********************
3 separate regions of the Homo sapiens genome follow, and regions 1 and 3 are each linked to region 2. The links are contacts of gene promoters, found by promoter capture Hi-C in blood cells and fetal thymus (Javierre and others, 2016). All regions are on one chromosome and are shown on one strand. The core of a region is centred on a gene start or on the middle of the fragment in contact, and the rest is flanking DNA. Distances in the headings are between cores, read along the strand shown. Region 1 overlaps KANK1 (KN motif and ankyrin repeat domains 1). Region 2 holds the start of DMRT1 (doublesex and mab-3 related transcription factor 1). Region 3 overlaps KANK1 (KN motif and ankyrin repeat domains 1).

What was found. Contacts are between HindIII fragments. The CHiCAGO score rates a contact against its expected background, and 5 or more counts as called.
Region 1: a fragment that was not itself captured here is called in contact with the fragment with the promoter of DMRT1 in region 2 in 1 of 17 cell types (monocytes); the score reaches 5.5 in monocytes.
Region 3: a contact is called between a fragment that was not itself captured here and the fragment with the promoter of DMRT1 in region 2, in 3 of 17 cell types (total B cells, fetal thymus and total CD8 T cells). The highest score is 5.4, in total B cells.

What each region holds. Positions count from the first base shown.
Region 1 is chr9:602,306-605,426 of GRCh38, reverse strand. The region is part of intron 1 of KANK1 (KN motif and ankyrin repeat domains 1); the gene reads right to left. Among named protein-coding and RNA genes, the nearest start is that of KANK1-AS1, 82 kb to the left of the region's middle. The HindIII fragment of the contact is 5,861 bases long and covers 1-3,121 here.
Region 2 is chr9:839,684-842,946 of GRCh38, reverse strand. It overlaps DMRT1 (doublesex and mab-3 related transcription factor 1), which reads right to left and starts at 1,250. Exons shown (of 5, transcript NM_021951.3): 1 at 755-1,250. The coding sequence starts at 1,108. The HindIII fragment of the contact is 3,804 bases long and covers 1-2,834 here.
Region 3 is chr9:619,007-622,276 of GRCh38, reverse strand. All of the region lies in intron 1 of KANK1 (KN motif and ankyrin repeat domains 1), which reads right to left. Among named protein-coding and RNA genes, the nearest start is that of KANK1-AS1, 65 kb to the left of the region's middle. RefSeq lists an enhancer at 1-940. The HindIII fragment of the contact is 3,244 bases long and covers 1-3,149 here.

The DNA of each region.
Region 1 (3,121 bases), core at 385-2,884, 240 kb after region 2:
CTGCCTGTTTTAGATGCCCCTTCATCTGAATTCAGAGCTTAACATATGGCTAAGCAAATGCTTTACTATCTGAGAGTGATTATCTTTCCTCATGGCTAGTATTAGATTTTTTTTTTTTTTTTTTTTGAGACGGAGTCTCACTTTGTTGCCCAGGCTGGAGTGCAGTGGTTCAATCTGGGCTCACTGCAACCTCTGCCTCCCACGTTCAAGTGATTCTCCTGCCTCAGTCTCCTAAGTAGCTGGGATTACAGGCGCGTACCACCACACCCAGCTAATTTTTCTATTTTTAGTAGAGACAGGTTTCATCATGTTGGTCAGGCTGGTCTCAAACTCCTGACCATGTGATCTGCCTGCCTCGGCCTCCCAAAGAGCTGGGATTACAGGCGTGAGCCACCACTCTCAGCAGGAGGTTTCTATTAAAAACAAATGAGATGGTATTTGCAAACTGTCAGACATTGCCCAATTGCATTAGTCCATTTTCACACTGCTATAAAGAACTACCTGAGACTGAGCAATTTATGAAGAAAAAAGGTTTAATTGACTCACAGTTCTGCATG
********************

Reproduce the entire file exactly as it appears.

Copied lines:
3 separate regions of the Homo sapiens genome follow, and regions 1 and 3 are each linked to region 2. The links are contacts of gene promoters, found by promoter capture Hi-C in blood cells and fetal thymus (Javierre and others, 2016). All regions are on one chromosome and are shown on one strand. The core of a region is centred on a gene start or on the middle of the fragment in contact, and the rest is flanking DNA. Distances in the headings are between cores, read along the strand shown. Region 1 overlaps KANK1 (KN motif and ankyrin repeat domains 1). Region 2 holds the start of DMRT1 (doublesex and mab-3 related transcription factor 1). Region 3 overlaps KANK1 (KN motif and ankyrin repeat domains 1).

What was found. Contacts are between HindIII fragments. The CHiCAGO score rates a contact against its expected background, and 5 or more counts as called.
Region 1: a fragment that was not itself captured here is called in contact with the fragment with the promoter of DMRT1 in region 2 in 1 of 17 cell types (monocytes); the score reaches 5.5 in monocytes.
Region 3: a contact is called between a fragment that was not itself captured here and the fragment with the promoter of DMRT1 in region 2, in 3 of 17 cell types (total B cells, fetal thymus and total CD8 T cells). The highest score is 5.4, in total B cells.

What each region holds. Positions count from the first base shown.
Region 1 is chr9:602,306-605,426 of GRCh38, reverse strand. The region is part of intron 1 of KANK1 (KN motif and ankyrin repeat domains 1); the gene reads right to left. Among named protein-coding and RNA genes, the nearest start is that of KANK1-AS1, 82 kb to the left of the region's middle. The HindIII fragment of the contact is 5,861 bases long and covers 1-3,121 here.
Region 2 is chr9:839,684-842,946 of GRCh38, reverse strand. It overlaps DMRT1 (doublesex and mab-3 related transcription factor 1), which reads right to left and starts at 1,250. Exons shown (of 5, transcript NM_021951.3): 1 at 755-1,250. The coding sequence starts at 1,108. The HindIII fragment of the contact is 3,804 bases long and covers 1-2,834 here.
Region 3 is chr9:619,007-622,276 of GRCh38, reverse strand. All of the region lies in intron 1 of KANK1 (KN motif and ankyrin repeat domains 1), which reads right to left. Among named protein-coding and RNA genes, the nearest start is that of KANK1-AS1, 65 kb to the left of the region's middle. RefSeq lists an enhancer at 1-940. The HindIII fragment of the contact is 3,244 bases long and covers 1-3,149 here.

The DNA of each region.
Region 1 (3,121 bases), core at 385-2,884, 240 kb after region 2:
CTGCCTGTTTTAGATGCCCCTTCATCTGAATTCAGAGCTTAACATATGGCTAAGCAAATGCTTTACTATCTGAGAGTGATTATCTTTCCTCATGGCTAGTATTAGATTTTTTTTTTTTTTTTTTTTGAGACGGAGTCTCACTTTGTTGCCCAGGCTGGAGTGCAGTGGTTCAATCTGGGCTCACTGCAACCTCTGCCTCCCACGTTCAAGTGATTCTCCTGCCTCAGTCTCCTAAGTAGCTGGGATTACAGGCGCGTACCACCACACCCAGCTAATTTTTCTATTTTTAGTAGAGACAGGTTTCATCATGTTGGTCAGGCTGGTCTCAAACTCCTGACCATGTGATCTGCCTGCCTCGGCCTCCCAAAGAGCTGGGATTACAGGCGTGAGCCACCACTCTCAGCAGGAGGTTTCTATTAAAAACAAATGAGATGGTATTTGCAAACTGTCAGACATTGCCCAATTGCATTAGTCCATTTTCACACTGCTATAAAGAACTACCTGAGACTGAGCAATTTATGAAGAAAAAAGGTTTAATTGACTCACAGTTCTGCATG